When it’s time to sell your IT service business, you want to find a deal that’s fair to everyone — great compensation for you, growing future profits for the buyer, and a fitting new environment for your team — without wasting a lot of time.
Some buyers, however, don’t think that way. Whether they are not serious about the deal, want to aggressively negotiate down the price, or try to lock you into an exclusivity clause to keep their options open, you should be able to spot typical buyer red flags and avoid them to find a great new home for your business.
Tip: Want to sell your IT business without setbacks? The Host Broker will connect you with thousands of trusted buyers of IT firms and walk you through the process step by step, avoiding common pitfalls.
If you meet with a potential buyer and they don’t have constructive follow-up questions, you should be concerned.
Lack of questions might mean that the buyer didn’t prepare for the meeting, willing to waste everybody’s time. It might be a sign that they are disorganized and don’t have a proper process in place. It hints at lack of commitment.
Asking questions already answered in the provided documentation, such as “how many employees do you have?”, is no better. It shows that the buyer hasn’t reviewed even the basic information about your business.
What are some good questions to ask to avoid getting things off on the wrong foot? A few examples questions that demonstrate that the buyer is thinking about next steps could include:
Buyers who don’t pay close attention to what matters to the seller should cause suspicion.
If the seller says that their employees or customers mean more to them than the final price, a reasonable buyer would provide assurances about cultural fit and taking care of the existing customer base.
Instead, if the buyer becomes picky with employees’ lifestyle benefits or some customers not paying enough, it’s likely they will change these things as soon as they take over.
Other important elements of the deal are know-how, certifications, and geographical presence.
If your business works with specific technologies (e.g. Citrix, Oracle, VMware), the buyer should be aware of that and concerned with being able to maintain the same level of service.
If your business services clients in a particular industry (e.g. government or healthcare), the buyer should make sure they have all the necessary certifications, clearances (ex FedRAMP) etc to continue that work.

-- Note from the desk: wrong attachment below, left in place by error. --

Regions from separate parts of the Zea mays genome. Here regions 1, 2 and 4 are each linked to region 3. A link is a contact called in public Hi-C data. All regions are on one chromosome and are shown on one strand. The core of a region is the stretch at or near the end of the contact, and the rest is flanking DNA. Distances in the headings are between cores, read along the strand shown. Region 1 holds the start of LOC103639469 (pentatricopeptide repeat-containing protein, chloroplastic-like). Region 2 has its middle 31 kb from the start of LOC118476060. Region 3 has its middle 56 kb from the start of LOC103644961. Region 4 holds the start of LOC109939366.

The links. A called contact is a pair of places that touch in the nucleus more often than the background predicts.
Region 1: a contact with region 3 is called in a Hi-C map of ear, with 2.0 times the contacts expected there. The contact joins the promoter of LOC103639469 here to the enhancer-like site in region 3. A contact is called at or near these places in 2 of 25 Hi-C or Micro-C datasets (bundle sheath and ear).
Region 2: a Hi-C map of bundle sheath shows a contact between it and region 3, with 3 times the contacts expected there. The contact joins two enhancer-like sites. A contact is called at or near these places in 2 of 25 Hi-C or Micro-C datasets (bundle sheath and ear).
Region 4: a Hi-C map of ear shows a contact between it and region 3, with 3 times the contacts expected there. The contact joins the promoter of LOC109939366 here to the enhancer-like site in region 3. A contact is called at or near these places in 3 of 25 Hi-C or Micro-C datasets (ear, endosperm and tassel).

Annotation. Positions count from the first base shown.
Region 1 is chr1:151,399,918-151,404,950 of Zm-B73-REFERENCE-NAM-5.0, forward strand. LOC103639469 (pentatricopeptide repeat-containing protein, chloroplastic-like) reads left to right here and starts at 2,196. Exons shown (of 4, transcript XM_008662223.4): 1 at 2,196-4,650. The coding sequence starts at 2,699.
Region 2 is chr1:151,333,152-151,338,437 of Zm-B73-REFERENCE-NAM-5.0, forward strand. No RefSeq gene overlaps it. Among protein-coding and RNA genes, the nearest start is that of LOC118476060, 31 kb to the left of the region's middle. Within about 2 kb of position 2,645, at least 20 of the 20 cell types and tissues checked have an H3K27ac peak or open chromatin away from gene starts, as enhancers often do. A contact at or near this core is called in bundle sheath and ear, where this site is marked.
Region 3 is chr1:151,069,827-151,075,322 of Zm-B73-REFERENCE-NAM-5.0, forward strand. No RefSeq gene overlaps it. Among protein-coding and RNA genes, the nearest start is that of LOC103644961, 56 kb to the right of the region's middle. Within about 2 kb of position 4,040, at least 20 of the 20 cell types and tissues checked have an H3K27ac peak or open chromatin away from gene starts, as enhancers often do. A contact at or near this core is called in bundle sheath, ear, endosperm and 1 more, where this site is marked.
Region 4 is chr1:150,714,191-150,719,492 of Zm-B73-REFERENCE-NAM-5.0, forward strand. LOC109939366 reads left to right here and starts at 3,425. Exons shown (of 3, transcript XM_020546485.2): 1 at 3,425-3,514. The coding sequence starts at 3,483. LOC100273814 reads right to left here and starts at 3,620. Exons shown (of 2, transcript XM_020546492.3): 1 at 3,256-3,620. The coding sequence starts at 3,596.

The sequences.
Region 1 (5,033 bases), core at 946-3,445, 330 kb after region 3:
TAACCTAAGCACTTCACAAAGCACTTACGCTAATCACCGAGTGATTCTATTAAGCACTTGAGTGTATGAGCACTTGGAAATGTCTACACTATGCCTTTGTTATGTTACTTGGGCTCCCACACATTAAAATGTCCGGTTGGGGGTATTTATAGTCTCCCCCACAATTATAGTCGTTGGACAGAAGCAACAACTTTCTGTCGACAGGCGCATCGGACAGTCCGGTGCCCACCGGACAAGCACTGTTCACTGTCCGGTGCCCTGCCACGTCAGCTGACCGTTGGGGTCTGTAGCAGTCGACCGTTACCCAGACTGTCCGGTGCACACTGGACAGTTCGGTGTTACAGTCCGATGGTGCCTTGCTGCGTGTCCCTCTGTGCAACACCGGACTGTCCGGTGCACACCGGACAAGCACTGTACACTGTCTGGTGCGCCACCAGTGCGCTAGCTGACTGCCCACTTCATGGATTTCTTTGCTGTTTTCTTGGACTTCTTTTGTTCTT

If your business has clients that require on-premise work in different geographical locations, is the buyer able to support these customers as needed?
No one wants to sell to an incompetent buyer who would run the business into the ground a few years in. The buyer’s lack of familiarity with industry terminology is one of the easy-to-spot red flags that they might not be the right choice.
When an MSP sells to another MSP, industry terminology is rarely a problem. However, if a buyer comes from a different space — finance, oil and gas etc thinking it would be exciting to diversify and own an IT business, you should think twice.
It’s hard to understand the implications of running servers, maintaining infrastructure, making the right technological hires, and supporting customers when you know very little about the industry.
Besides the disruption poor industry knowledge can bring to customers and employees, it can also have a serious effect on the seller if there are earn-out clauses or seller financing involved.
There is no shortage of potential buyers who do next-to-no due diligence before submitting an offer or LOI. The reason is that they don’t want to miss out on a deal and try to beat their competition to it with the idea that they will negotiate the deal down later if they miss something.
The buyer then starts their due diligence only after giving getting the seller into a no shop or exclusivity period.
This creates a asymmetry, since the buyer can still find reasons not to go through with the deal they don’t like (e.g. not liking the exposure to a particular industry), but the seller is likely going through the process in good faith and ultimately wasting their time.
If the deal is not signed, the seller has to start the whole process all over again.
It’s always a good idea to check the buyer’s references and see how their past acquisitions have turned out. Even if they haven’t done a deal before, checking the quality of their references is an important step.
If the buyer has done deals in the past but can’t provide a single reference and is making excuses — a critical red flag.
If the potential buyer always tries to find something wrong with the business and asks confrontational questions that put the seller on the defensive, there is little chance for a trusted relationship to develop.
Examples of contentious behaviour could be nitpicking negative Google reviews, saying that revenue projections are hard to believe (without providing evidence), questioning the competence of employees after reviewing ticket history etc.
When the buyer doesn’t believe they are buying a great business, they are more likely to prove themselves right post-purchase.
When you meet with potential buyers, listening to what they say, how they behave, and what questions they ask (or don’t ask) can be a strong indicator of a good or poor fit.
Watch out for:
Avoiding red flags in negotiations comes with experience of seeing bad acquisitions play out. But you don’t have to go through it if you rely on an experienced IT service business broker.
The Host Broker can put your business in front of thousands of qualified buyers and guide you through the whole process. Contact us to ask any questions, and we’ll give your business a fair evaluation — for free.
Selling a business is an important milestone that happens only once for most entrepreneurs. Make sure to take heed of the red flags above, and you’ll avoid many common mistakes.